All the Money in the World (Scott; 2017)

Even if you have no idea what this film is about, or don’t even recognize its name, you have probably heard about the controversy surrounding it, so I’ll start by addressing that.  All the Money in the World is based on the true story behind the kidnapping of J. Paul Getty’s, the richest man in the world and that time ever, grandson John Paul Getty III.  Kevin Spacey played the role of the eldest Getty, the film was all but finished and very near release when the news of Kevin Spacey’s scandalous past surfaced.  So, director Ridley Scott reshot every film Spacey was initially in with Christopher Plummer recast in the role and re-edited the entire film in nine days in the reports I’d heard.  It’s an incredible achievement and had the story not been so widely known there would be no way of knowing from watching the film that major changes had ever been made to what was thought to be the final cut.  It was probably a smart decision from a business standpoint, and an ethical one as well, but it can’t have been an easy one to make nor an easy task to pull off, and even after seeing how well it was done I couldn’t help but wonder throughout the entire film what the film would have looked like with Spacey in the role.

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All the Money in the World lets us know how J. Paul Getty amassed his oil fortune early on in the film while using the same time to establish the Getty family dynamics.  The kidnapping of John Paul Getty III happens very quickly after the necessary exposition and from that point on the film focuses almost entirely on four characters in three storylines.  One storyline is that of the kidnapped Getty’s mother Gail Harris (Michelle Williams) and the elder Getty’s chief security officer Fletcher Chase (Mark Wahlberg) working together to find where young Getty has been taken and why.  Secondarily, we have the story of what Getty III (Charlie Plummer) and what happens to him under the care of his kidnappers.  Finally, we have the story of John Paul Getty himself and his attempts to remain in denial of the entire situation and his refusal to pay any kind of ransom.

We will most likely never know how close to the truth the events captured in All the Money in the World are, but we do know that the broad strokes of the story, at least, are almost entirely accurate.  The kidnapping did occur, the divorced single mother and the agent did work together to find the son, Getty did refuse to pay the ransom, and kidnappers did use certain means which are now infamous to let the Getty’s know they were serious.  Past that, a lot of it is conjecture on the part of the film’s writer David Scarpa.  To its credit, though, it seems like conjecture which is very interested in remaining factual as it never takes an easy route where dramatic effect is concerned and seems very intent on keeping the story grounded in reality.  The most over the top elements of the story we know actually did occur, and the relationships between characters which is the part which had to have been filled in the most seem natural and honest.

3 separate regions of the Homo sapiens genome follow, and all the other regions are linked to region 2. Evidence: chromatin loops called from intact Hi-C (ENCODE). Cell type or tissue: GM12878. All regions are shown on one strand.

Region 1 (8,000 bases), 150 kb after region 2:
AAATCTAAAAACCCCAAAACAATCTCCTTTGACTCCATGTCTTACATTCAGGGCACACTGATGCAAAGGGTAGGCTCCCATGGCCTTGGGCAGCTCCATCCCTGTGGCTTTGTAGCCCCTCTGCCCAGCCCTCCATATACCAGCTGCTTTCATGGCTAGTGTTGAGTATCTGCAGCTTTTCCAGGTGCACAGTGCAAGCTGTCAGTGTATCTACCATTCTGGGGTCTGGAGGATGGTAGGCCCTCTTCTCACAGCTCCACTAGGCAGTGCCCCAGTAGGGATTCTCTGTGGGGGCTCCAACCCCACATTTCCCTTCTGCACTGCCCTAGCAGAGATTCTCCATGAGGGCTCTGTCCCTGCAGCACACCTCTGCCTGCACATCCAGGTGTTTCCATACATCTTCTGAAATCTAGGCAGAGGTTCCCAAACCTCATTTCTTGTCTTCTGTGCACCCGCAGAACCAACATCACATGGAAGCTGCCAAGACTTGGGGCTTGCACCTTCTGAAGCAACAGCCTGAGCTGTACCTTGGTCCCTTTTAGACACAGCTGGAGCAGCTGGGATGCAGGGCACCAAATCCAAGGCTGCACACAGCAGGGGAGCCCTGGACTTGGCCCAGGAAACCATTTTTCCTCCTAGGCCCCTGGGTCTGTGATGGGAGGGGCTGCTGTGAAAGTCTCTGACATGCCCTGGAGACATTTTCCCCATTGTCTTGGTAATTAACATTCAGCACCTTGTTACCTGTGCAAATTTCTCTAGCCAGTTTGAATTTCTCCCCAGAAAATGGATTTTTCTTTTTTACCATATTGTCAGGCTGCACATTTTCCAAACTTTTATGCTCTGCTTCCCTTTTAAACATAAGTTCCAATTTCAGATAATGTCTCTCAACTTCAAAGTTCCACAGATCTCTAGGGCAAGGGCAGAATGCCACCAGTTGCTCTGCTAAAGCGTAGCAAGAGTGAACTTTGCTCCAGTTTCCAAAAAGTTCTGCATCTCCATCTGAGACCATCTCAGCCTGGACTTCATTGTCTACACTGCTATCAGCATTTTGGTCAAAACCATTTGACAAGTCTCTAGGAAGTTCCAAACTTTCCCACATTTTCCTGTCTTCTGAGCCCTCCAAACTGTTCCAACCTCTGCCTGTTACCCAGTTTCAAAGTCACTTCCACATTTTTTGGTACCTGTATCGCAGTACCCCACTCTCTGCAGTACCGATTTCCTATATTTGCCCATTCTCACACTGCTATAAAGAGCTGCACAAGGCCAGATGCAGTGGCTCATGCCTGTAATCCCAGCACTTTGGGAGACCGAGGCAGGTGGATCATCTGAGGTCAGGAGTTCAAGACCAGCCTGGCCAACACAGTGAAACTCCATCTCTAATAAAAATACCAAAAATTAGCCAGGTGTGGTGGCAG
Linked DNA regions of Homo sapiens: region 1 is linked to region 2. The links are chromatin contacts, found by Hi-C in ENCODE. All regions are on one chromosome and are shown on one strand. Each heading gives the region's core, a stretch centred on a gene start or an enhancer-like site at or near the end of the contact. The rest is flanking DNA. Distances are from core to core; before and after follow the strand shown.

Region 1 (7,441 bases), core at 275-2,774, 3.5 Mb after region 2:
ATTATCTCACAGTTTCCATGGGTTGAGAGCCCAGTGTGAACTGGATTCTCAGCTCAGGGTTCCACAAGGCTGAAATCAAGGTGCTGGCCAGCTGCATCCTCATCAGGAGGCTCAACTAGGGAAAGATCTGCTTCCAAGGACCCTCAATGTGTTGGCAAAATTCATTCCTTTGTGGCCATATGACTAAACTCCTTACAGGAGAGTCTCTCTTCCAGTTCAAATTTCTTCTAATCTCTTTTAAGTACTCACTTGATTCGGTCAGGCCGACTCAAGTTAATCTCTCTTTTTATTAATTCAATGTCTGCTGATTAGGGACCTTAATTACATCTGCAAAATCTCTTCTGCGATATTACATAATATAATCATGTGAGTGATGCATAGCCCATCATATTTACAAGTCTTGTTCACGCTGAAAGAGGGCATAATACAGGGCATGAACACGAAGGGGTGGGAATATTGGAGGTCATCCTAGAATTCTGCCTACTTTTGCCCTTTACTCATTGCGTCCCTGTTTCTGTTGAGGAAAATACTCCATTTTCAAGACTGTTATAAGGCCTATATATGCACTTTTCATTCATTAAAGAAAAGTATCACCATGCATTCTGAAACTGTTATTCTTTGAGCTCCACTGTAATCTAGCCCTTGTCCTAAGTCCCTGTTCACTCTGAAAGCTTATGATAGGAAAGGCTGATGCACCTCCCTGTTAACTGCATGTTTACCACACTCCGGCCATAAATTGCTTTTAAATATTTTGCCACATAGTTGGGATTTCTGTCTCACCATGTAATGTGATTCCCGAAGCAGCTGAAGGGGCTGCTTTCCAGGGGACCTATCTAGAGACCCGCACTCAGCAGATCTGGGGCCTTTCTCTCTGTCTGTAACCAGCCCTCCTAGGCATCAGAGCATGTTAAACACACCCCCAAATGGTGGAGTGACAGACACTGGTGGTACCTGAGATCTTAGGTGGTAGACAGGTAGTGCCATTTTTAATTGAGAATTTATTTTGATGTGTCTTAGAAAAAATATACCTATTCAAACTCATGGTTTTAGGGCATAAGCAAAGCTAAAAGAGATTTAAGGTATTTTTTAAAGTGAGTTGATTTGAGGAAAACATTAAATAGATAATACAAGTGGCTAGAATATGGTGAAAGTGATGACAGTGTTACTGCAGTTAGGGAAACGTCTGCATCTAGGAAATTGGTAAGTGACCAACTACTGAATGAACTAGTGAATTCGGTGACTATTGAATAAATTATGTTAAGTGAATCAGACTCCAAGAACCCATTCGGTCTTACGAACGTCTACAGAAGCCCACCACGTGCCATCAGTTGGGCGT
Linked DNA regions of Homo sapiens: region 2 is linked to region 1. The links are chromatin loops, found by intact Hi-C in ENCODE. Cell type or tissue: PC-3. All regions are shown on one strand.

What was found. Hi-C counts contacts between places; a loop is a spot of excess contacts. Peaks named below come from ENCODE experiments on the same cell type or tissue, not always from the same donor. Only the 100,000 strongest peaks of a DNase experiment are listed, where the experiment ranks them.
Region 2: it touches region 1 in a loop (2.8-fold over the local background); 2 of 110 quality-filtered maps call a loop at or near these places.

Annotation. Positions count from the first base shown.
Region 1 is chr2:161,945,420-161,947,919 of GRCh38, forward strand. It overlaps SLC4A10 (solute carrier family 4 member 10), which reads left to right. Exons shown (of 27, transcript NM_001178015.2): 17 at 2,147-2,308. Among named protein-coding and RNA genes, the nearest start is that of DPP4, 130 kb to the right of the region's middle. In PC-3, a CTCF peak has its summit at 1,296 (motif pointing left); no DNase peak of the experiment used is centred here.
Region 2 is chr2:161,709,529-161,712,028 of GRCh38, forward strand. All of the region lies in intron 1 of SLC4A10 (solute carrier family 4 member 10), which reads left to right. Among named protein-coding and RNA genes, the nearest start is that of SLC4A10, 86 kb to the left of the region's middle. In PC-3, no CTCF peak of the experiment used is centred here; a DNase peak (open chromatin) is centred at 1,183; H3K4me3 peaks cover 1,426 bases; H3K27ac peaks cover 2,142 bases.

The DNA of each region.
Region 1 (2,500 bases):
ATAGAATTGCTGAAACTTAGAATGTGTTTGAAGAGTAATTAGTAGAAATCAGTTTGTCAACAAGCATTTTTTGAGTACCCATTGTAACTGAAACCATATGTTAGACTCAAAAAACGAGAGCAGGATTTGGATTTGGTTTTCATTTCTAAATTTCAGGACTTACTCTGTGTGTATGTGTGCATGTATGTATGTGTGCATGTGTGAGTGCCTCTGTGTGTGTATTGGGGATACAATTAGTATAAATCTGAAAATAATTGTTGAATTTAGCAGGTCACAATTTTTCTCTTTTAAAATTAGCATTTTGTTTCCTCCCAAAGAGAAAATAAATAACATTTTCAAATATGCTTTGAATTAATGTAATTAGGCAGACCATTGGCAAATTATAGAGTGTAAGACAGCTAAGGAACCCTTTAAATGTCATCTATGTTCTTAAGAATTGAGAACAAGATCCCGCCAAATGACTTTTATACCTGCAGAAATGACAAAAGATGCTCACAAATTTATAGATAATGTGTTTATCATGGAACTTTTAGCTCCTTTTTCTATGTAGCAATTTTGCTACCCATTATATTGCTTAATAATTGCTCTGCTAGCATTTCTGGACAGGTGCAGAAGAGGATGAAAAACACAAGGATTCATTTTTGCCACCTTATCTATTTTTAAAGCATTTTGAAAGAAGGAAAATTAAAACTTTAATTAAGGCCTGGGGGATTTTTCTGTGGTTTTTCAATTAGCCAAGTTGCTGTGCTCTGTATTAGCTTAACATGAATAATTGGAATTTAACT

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Michelle Williams gives a fantastic performance here making me wonder why in the hell Hollywood doesn’t use her more often in larger roles.  Perhaps it’s her choice and she prefers to work in smaller budget films that let her really sink her teeth into a meaty role, and if that’s the case she gets all the respect in the world from me.  If it’s not, start giving this woman more love and attention, Hollywood, she is never anything less than amazing.  The other actors can’t match the same level Williams gives us, but they are still all solid.  Wahlberg sells us his agent character and the transformation he has to go through, and while Christopher Plummer doesn’t come anywhere close to giving us a performance we know he’s capable of, he does give us one strong enough to allow us to forget the circumstances under which he’s playing the role.

If I were to call out one major problem with All the Money in the World it would be the movie’s pacing.  There are far too many scenes which seem to be glamour shots meant to show off all the time and money spent on the grandiose sets in the piece, and while I know I have praised films for not being afraid to do this exact same thing in the past, there is an art form in the cinematography and the editing of a film to make these long lingering scenes work, and it isn’t captured well here.  Rather than establishing tone and pace, the camerawork in All the Money in the World seems to be a choice made by Scott more because he personally loved the way a certain set looked instead of making that choice because it would help the dramatic flow of the story.  That’s not to say the movie doesn’t have some gorgeous settings and cinematography, it absolutely does and should be commended for both, but the choice of how to incorporate those visuals do as much to hurt as help the story making the viewer wish the director would pick up the pace.

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Final verdict:  All the Money in the World is yet another true story for 2017, though its focus on a story rather than a character means it isn’t yet another biopic, and it absolutely deserves to be recommended in a year overflowing with good movies based on true stories (and which still isn’t done, as I have yet to see and review Molly’s Game, I, Tonya, nor The Post).  While I firmly believe that this film will be remembered more for the circumstances surrounding it than for the content of the film itself, that doesn’t mean it’s not a film worth watching.  It manages to toe the line between gripping drama and a commitment to the facts quite well most of the time, and Michelle Williams is always worth watching in anything she does.

Transformers: The Last Knight (Bay; 2017)

I spoil the end of the movie in this review, if a movie this horrible to begin with can truly be said to be spoiled, so proceed at your own risk.  But, trust me, it’s a lousy movie which you shouldn’t see so the risk is pretty minimal.